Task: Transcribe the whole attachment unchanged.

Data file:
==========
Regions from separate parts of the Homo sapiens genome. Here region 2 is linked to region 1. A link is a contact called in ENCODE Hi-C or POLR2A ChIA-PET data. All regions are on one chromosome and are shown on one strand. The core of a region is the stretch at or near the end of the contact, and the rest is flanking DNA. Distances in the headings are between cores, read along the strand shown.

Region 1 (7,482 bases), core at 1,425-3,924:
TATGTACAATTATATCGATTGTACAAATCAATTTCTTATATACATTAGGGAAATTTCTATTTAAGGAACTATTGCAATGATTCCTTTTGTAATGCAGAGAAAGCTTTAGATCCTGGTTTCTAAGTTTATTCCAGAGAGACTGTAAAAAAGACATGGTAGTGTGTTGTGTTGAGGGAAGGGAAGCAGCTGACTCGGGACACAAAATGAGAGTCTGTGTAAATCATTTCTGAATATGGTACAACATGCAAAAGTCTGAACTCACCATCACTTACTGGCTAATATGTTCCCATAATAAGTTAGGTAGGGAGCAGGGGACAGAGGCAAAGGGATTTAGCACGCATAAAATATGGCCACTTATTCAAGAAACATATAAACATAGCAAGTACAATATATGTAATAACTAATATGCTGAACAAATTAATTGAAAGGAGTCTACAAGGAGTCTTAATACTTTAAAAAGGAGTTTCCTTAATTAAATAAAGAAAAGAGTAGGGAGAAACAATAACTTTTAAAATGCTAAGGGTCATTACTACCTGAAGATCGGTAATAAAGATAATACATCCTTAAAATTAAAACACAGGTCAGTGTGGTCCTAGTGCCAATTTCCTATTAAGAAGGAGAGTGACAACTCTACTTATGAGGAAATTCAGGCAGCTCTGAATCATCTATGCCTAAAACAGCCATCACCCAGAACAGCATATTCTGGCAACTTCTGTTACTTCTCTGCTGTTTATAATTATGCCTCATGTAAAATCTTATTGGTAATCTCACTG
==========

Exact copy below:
Regions from separate parts of the Homo sapiens genome. Here region 2 is linked to region 1. A link is a contact called in ENCODE Hi-C or POLR2A ChIA-PET data. All regions are on one chromosome and are shown on one strand. The core of a region is the stretch at or near the end of the contact, and the rest is flanking DNA. Distances in the headings are between cores, read along the strand shown.

Region 1 (7,482 bases), core at 1,425-3,924:
TATGTACAATTATATCGATTGTACAAATCAATTTCTTATATACATTAGGGAAATTTCTATTTAAGGAACTATTGCAATGATTCCTTTTGTAATGCAGAGAAAGCTTTAGATCCTGGTTTCTAAGTTTATTCCAGAGAGACTGTAAAAAAGACATGGTAGTGTGTTGTGTTGAGGGAAGGGAAGCAGCTGACTCGGGACACAAAATGAGAGTCTGTGTAAATCATTTCTGAATATGGTACAACATGCAAAAGTCTGAACTCACCATCACTTACTGGCTAATATGTTCCCATAATAAGTTAGGTAGGGAGCAGGGGACAGAGGCAAAGGGATTTAGCACGCATAAAATATGGCCACTTATTCAAGAAACATATAAACATAGCAAGTACAATATATGTAATAACTAATATGCTGAACAAATTAATTGAAAGGAGTCTACAAGGAGTCTTAATACTTTAAAAAGGAGTTTCCTTAATTAAATAAAGAAAAGAGTAGGGAGAAACAATAACTTTTAAAATGCTAAGGGTCATTACTACCTGAAGATCGGTAATAAAGATAATACATCCTTAAAATTAAAACACAGGTCAGTGTGGTCCTAGTGCCAATTTCCTATTAAGAAGGAGAGTGACAACTCTACTTATGAGGAAATTCAGGCAGCTCTGAATCATCTATGCCTAAAACAGCCATCACCCAGAACAGCATATTCTGGCAACTTCTGTTACTTCTCTGCTGTTTATAATTATGCCTCATGTAAAATCTTATTGGTAATCTCACTG